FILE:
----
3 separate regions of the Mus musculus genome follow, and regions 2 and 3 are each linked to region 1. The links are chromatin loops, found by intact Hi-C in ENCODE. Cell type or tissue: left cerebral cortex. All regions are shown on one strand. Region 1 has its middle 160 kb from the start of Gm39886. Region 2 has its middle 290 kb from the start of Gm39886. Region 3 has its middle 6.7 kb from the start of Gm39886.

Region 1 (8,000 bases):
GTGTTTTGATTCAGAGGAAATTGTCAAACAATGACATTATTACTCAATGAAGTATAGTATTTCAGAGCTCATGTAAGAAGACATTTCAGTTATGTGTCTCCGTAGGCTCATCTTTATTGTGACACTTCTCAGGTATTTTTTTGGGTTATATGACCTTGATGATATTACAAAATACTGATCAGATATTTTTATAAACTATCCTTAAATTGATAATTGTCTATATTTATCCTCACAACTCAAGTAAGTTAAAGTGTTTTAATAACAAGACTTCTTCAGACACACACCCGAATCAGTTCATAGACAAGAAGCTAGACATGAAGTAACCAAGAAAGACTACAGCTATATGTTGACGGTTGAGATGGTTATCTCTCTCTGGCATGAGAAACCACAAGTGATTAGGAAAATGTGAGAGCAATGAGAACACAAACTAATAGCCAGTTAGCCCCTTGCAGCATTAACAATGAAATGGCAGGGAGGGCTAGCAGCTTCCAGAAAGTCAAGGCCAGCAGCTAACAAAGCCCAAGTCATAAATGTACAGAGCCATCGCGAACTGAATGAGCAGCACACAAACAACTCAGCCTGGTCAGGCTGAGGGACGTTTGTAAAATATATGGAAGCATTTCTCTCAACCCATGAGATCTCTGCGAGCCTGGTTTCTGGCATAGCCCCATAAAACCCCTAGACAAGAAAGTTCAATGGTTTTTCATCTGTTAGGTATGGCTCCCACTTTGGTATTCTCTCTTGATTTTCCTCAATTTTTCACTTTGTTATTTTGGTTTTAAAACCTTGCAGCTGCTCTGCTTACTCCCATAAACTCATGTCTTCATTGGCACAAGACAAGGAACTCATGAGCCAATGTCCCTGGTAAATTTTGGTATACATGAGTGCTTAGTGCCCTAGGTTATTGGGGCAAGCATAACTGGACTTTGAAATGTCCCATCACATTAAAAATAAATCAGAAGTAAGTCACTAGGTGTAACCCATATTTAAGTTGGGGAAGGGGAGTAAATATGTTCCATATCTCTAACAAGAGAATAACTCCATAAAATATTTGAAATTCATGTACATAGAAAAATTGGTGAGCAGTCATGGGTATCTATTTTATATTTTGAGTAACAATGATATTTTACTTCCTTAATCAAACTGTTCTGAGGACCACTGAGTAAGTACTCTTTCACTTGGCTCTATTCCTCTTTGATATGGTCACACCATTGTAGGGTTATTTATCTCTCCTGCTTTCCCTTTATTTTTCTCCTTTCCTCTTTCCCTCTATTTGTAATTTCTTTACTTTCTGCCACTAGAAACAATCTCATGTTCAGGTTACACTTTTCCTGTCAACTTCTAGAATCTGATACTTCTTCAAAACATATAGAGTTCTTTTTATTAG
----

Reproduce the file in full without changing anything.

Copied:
3 separate regions of the Mus musculus genome follow, and regions 2 and 3 are each linked to region 1. The links are chromatin loops, found by intact Hi-C in ENCODE. Cell type or tissue: left cerebral cortex. All regions are shown on one strand. Region 1 has its middle 160 kb from the start of Gm39886. Region 2 has its middle 290 kb from the start of Gm39886. Region 3 has its middle 6.7 kb from the start of Gm39886.

Region 1 (8,000 bases):
GTGTTTTGATTCAGAGGAAATTGTCAAACAATGACATTATTACTCAATGAAGTATAGTATTTCAGAGCTCATGTAAGAAGACATTTCAGTTATGTGTCTCCGTAGGCTCATCTTTATTGTGACACTTCTCAGGTATTTTTTTGGGTTATATGACCTTGATGATATTACAAAATACTGATCAGATATTTTTATAAACTATCCTTAAATTGATAATTGTCTATATTTATCCTCACAACTCAAGTAAGTTAAAGTGTTTTAATAACAAGACTTCTTCAGACACACACCCGAATCAGTTCATAGACAAGAAGCTAGACATGAAGTAACCAAGAAAGACTACAGCTATATGTTGACGGTTGAGATGGTTATCTCTCTCTGGCATGAGAAACCACAAGTGATTAGGAAAATGTGAGAGCAATGAGAACACAAACTAATAGCCAGTTAGCCCCTTGCAGCATTAACAATGAAATGGCAGGGAGGGCTAGCAGCTTCCAGAAAGTCAAGGCCAGCAGCTAACAAAGCCCAAGTCATAAATGTACAGAGCCATCGCGAACTGAATGAGCAGCACACAAACAACTCAGCCTGGTCAGGCTGAGGGACGTTTGTAAAATATATGGAAGCATTTCTCTCAACCCATGAGATCTCTGCGAGCCTGGTTTCTGGCATAGCCCCATAAAACCCCTAGACAAGAAAGTTCAATGGTTTTTCATCTGTTAGGTATGGCTCCCACTTTGGTATTCTCTCTTGATTTTCCTCAATTTTTCACTTTGTTATTTTGGTTTTAAAACCTTGCAGCTGCTCTGCTTACTCCCATAAACTCATGTCTTCATTGGCACAAGACAAGGAACTCATGAGCCAATGTCCCTGGTAAATTTTGGTATACATGAGTGCTTAGTGCCCTAGGTTATTGGGGCAAGCATAACTGGACTTTGAAATGTCCCATCACATTAAAAATAAATCAGAAGTAAGTCACTAGGTGTAACCCATATTTAAGTTGGGGAAGGGGAGTAAATATGTTCCATATCTCTAACAAGAGAATAACTCCATAAAATATTTGAAATTCATGTACATAGAAAAATTGGTGAGCAGTCATGGGTATCTATTTTATATTTTGAGTAACAATGATATTTTACTTCCTTAATCAAACTGTTCTGAGGACCACTGAGTAAGTACTCTTTCACTTGGCTCTATTCCTCTTTGATATGGTCACACCATTGTAGGGTTATTTATCTCTCCTGCTTTCCCTTTATTTTTCTCCTTTCCTCTTTCCCTCTATTTGTAATTTCTTTACTTTCTGCCACTAGAAACAATCTCATGTTCAGGTTACACTTTTCCTGTCAACTTCTAGAATCTGATACTTCTTCAAAACATATAGAGTTCTTTTTATTAG